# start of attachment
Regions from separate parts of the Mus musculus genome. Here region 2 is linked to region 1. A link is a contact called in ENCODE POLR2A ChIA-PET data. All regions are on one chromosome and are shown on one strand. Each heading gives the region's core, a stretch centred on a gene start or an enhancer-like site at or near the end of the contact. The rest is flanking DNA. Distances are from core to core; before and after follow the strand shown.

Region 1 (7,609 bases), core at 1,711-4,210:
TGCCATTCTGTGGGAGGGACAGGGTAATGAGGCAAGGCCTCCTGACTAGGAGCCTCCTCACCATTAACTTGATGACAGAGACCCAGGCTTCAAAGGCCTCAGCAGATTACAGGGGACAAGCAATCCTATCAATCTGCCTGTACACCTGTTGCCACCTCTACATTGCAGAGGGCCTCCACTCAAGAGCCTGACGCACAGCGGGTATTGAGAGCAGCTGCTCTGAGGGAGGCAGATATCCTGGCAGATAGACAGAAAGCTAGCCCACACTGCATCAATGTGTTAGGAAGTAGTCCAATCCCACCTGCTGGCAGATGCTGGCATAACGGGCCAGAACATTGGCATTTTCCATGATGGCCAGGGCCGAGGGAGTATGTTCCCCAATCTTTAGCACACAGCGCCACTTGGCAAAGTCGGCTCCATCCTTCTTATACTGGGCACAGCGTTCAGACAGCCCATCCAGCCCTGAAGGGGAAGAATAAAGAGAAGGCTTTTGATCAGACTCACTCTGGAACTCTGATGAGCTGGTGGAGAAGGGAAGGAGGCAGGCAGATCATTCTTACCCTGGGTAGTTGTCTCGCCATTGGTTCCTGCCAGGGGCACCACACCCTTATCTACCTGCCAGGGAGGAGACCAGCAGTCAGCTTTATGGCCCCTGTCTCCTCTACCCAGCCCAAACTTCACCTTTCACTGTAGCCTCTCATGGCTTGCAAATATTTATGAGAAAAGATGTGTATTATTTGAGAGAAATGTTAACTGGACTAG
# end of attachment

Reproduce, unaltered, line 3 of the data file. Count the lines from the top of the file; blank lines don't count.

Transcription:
TGCCATTCTGTGGGAGGGACAGGGTAATGAGGCAAGGCCTCCTGACTAGGAGCCTCCTCACCATTAACTTGATGACAGAGACCCAGGCTTCAAAGGCCTCAGCAGATTACAGGGGACAAGCAATCCTATCAATCTGCCTGTACACCTGTTGCCACCTCTACATTGCAGAGGGCCTCCACTCAAGAGCCTGACGCACAGCGGGTATTGAGAGCAGCTGCTCTGAGGGAGGCAGATATCCTGGCAGATAGACAGAAAGCTAGCCCACACTGCATCAATGTGTTAGGAAGTAGTCCAATCCCACCTGCTGGCAGATGCTGGCATAACGGGCCAGAACATTGGCATTTTCCATGATGGCCAGGGCCGAGGGAGTATGTTCCCCAATCTTTAGCACACAGCGCCACTTGGCAAAGTCGGCTCCATCCTTCTTATACTGGGCACAGCGTTCAGACAGCCCATCCAGCCCTGAAGGGGAAGAATAAAGAGAAGGCTTTTGATCAGACTCACTCTGGAACTCTGATGAGCTGGTGGAGAAGGGAAGGAGGCAGGCAGATCATTCTTACCCTGGGTAGTTGTCTCGCCATTGGTTCCTGCCAGGGGCACCACACCCTTATCTACCTGCCAGGGAGGAGACCAGCAGTCAGCTTTATGGCCCCTGTCTCCTCTACCCAGCCCAAACTTCACCTTTCACTGTAGCCTCTCATGGCTTGCAAATATTTATGAGAAAAGATGTGTATTATTTGAGAGAAATGTTAACTGGACTAG